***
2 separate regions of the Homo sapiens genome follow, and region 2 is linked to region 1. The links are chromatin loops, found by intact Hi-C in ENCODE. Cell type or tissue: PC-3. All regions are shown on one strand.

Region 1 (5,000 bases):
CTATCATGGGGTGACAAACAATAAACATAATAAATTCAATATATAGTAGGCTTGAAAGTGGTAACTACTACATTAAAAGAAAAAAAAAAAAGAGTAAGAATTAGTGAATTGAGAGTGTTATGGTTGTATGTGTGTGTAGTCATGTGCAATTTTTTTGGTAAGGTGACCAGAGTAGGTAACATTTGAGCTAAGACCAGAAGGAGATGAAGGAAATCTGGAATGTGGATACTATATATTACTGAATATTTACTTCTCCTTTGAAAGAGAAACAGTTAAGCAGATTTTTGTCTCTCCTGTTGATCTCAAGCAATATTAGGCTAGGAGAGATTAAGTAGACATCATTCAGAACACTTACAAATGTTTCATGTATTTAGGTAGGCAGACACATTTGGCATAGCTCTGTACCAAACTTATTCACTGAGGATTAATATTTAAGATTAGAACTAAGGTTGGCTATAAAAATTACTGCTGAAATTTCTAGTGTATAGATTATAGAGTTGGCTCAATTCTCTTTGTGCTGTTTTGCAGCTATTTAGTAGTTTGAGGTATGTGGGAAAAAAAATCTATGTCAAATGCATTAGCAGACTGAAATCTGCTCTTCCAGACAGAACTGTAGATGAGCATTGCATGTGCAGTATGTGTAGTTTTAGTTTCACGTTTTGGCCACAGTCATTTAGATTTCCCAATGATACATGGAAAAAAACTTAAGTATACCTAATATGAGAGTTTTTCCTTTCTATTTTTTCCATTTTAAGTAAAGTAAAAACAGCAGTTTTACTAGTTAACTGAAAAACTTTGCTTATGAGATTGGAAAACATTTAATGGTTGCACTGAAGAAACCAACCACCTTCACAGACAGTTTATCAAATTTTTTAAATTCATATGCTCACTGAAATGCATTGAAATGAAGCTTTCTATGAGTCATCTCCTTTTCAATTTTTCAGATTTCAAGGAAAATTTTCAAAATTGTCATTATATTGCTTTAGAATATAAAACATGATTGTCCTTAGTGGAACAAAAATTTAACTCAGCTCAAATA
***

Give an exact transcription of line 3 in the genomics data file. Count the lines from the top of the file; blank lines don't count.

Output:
CTATCATGGGGTGACAAACAATAAACATAATAAATTCAATATATAGTAGGCTTGAAAGTGGTAACTACTACATTAAAAGAAAAAAAAAAAAGAGTAAGAATTAGTGAATTGAGAGTGTTATGGTTGTATGTGTGTGTAGTCATGTGCAATTTTTTTGGTAAGGTGACCAGAGTAGGTAACATTTGAGCTAAGACCAGAAGGAGATGAAGGAAATCTGGAATGTGGATACTATATATTACTGAATATTTACTTCTCCTTTGAAAGAGAAACAGTTAAGCAGATTTTTGTCTCTCCTGTTGATCTCAAGCAATATTAGGCTAGGAGAGATTAAGTAGACATCATTCAGAACACTTACAAATGTTTCATGTATTTAGGTAGGCAGACACATTTGGCATAGCTCTGTACCAAACTTATTCACTGAGGATTAATATTTAAGATTAGAACTAAGGTTGGCTATAAAAATTACTGCTGAAATTTCTAGTGTATAGATTATAGAGTTGGCTCAATTCTCTTTGTGCTGTTTTGCAGCTATTTAGTAGTTTGAGGTATGTGGGAAAAAAAATCTATGTCAAATGCATTAGCAGACTGAAATCTGCTCTTCCAGACAGAACTGTAGATGAGCATTGCATGTGCAGTATGTGTAGTTTTAGTTTCACGTTTTGGCCACAGTCATTTAGATTTCCCAATGATACATGGAAAAAAACTTAAGTATACCTAATATGAGAGTTTTTCCTTTCTATTTTTTCCATTTTAAGTAAAGTAAAAACAGCAGTTTTACTAGTTAACTGAAAAACTTTGCTTATGAGATTGGAAAACATTTAATGGTTGCACTGAAGAAACCAACCACCTTCACAGACAGTTTATCAAATTTTTTAAATTCATATGCTCACTGAAATGCATTGAAATGAAGCTTTCTATGAGTCATCTCCTTTTCAATTTTTCAGATTTCAAGGAAAATTTTCAAAATTGTCATTATATTGCTTTAGAATATAAAACATGATTGTCCTTAGTGGAACAAAAATTTAACTCAGCTCAAATA